Where Are We Now?
In 2004, the Greater Toronto Area is an urban region stretching around the horn of Lake Ontario from Stoney Creek in the south and west to Newcastle in the east. Commuter traffic originates as far north as Barrie. Development threatens two significant natural features: the Niagara Escarpment and the Oak Ridges Moraine. The area holds roughly five million individuals and expects to add two million more between now and the year 2020.
Governing this widespread, socially and economically diverse and environmentally sensitive area are two megacities, four regional municipalities and twenty-two lower-tier municipalities. This does not include the satellite communities of Waterloo Region, Guelph, Peterborough and the Regional Municipality of Niagara. At last count there were twelve separate transit agencies, multiple committees and organizations where the member municipalities coordinate on specific issues, dozens of official plans, a couple of provincial offices and a multitude of business improvement associations.
Except for the provincial government, there is no single governing authority within the Greater Toronto Area that can provide basic leadership toward policies which effectively manage the growth that’s expected for the region, and while we wait, our roads get more congested, our commute times lengthen, and the cost of doing business in the Greater Toronto Area increases. Development threatens the headwaters of our water supply. Social problems are proving challenging to resolve, and risk giving the region a black eye, deterring international investment.
The City of Toronto is trying to help, by planning to increase its population to three million by 2020 and service that growth through high-efficiency infrastructure (transit improvements instead of new expressways), but that barely covers half of the expected growth, and Toronto’s own plans aren’t going forward unopposed.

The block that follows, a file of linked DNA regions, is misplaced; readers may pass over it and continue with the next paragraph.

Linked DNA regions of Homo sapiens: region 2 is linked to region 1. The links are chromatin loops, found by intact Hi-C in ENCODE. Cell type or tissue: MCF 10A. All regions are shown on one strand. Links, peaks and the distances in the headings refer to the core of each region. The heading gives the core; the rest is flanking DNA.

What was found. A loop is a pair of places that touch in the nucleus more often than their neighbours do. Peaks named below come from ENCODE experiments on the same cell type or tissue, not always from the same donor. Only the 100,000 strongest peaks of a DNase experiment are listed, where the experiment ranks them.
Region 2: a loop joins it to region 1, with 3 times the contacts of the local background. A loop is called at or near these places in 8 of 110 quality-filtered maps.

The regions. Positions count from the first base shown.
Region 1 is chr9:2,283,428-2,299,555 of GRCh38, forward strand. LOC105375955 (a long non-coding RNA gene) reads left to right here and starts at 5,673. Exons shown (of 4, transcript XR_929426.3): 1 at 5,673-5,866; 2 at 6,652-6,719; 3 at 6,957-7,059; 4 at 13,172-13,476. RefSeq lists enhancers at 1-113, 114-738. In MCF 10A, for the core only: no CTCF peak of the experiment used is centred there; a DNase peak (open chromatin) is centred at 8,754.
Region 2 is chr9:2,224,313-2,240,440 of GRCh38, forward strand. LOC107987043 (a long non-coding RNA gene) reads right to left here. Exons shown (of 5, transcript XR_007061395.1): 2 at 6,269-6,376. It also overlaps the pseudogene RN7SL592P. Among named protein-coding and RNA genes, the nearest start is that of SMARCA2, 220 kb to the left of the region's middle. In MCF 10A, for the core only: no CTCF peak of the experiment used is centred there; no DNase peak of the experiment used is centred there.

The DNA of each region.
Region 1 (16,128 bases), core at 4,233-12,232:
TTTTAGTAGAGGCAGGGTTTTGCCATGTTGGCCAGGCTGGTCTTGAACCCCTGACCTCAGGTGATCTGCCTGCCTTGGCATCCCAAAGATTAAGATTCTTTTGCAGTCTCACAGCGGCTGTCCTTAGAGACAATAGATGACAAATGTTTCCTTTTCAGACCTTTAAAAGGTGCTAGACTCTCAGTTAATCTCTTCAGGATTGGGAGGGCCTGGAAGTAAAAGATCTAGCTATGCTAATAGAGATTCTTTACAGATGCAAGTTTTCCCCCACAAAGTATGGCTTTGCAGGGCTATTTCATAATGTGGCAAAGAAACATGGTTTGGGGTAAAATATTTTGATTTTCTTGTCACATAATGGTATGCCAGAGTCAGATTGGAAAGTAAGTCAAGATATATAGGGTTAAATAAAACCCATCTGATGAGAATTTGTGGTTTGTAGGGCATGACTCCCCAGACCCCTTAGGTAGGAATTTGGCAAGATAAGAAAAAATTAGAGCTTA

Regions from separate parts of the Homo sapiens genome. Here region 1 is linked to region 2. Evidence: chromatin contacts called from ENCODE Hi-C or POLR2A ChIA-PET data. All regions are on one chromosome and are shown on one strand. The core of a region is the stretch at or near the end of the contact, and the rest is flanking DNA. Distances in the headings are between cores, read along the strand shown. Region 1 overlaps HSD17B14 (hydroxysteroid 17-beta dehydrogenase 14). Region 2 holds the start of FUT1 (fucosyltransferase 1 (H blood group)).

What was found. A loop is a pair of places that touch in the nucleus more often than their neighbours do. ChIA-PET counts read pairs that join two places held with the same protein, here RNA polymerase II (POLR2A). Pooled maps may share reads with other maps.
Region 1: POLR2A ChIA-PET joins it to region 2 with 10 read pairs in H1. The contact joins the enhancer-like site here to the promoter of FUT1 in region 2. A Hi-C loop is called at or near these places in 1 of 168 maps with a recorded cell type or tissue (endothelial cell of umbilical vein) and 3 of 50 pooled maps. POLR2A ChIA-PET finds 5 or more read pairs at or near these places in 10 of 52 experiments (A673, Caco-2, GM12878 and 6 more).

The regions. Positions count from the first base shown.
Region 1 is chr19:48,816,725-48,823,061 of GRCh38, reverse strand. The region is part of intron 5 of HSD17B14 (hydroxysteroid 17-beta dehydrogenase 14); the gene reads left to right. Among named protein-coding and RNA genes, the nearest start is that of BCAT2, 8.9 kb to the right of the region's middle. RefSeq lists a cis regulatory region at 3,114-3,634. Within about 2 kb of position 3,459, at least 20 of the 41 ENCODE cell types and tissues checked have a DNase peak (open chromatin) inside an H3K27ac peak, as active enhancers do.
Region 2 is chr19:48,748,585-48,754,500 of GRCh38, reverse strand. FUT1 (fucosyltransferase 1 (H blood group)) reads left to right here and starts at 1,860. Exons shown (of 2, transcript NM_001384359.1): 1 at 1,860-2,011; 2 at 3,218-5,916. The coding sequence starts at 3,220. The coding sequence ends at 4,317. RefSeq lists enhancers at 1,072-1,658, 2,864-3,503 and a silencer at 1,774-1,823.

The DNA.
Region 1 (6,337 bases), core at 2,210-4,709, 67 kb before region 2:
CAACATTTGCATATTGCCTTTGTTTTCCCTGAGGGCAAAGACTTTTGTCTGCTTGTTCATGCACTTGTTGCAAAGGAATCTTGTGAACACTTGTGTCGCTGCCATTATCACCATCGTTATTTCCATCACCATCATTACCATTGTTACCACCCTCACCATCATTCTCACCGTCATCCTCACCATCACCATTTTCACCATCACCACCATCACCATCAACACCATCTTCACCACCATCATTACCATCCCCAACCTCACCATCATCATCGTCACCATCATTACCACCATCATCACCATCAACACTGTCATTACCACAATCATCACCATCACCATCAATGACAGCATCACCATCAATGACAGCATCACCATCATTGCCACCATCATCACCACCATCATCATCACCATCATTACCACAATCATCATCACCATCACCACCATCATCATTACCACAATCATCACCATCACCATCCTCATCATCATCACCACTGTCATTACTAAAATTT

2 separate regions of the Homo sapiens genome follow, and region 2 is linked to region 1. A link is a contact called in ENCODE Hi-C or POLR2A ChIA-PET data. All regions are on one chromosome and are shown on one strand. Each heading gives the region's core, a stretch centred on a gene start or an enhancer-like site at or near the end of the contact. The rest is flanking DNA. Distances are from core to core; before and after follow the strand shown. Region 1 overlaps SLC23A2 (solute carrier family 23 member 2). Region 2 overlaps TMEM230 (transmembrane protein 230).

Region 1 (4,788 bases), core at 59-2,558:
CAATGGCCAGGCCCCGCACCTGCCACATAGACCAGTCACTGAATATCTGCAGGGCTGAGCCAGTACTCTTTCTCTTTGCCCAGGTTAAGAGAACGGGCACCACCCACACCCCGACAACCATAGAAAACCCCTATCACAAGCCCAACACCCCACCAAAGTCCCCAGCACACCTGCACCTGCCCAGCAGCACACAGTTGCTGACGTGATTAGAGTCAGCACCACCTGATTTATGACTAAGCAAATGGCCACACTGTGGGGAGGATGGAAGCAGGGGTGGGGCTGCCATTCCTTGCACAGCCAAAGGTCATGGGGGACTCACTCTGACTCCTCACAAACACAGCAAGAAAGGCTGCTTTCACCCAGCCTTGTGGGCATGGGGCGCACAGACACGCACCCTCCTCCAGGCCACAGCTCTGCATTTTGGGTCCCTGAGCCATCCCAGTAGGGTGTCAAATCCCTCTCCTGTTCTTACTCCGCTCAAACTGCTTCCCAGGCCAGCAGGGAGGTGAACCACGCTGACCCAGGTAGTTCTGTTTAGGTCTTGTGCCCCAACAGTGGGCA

The province is understandably leery of tackling this issue, because it’s so big, and this is not the era of bold moves and massive government intervention. Acting as the regional government of the Greater Toronto Area could be so time consuming for Queen’s Park that the regions of southwestern and eastern (not to mention northern) Ontario may feel themselves ignored by their own government. But as the best solution is constitutionally impossible (break off the Greater Toronto Area into its own province), and as the next best solution would require the province building itself an equal partner and formidable rival, it has little choice. The matter becomes even more pressing as more and more voters find themselves caught in traffic, and more and more development threatens the Oak Ridges Moraine and the Niagara Escarpment.
The solutions are not easy to come by, and they rarely last. When the province moved to create Metropolitan Toronto in 1954, the solution was established with the stroke of a pen. The measure served to maintain and improve the quality of life in the City of Toronto for four decades. When the problems of 1954 repeated themselves to a greater degree in 1967, the province was able to intervene by creating mini-Metros that could spend large and pay for the massive investment required to service the growth that was expected. That took us to today.
Metropolitan Toronto started coming apart at the seams in the early 1990s. Through the eighties and the nineties, there has been a near freeze in public transit infrastructure and a steamroll of development to our unserviceable fringes. There have been calls for a new regional approach to the Greater Toronto Area since the late 1980s. Unfortunately, the Toronto region is far bigger than it was in the fifties, when the solution was obvious, and in the sixties, when lots of government money was at hand. The problems that we are facing now should have been addressed ten years ago and are that much more unmanageable today.
It is for this reason that the Liberals have stuck their necks out and put forward this (rather timid) growth blueprint early in their mandate. That is why this is our last best chance to control our future, though it probably won’t be the last time we face this question. For the third time we’ve been called upon to revamp how the region is to be developed, but for the first time we’re running the risk of doing nothing. And that’s one of the worst things we can do.
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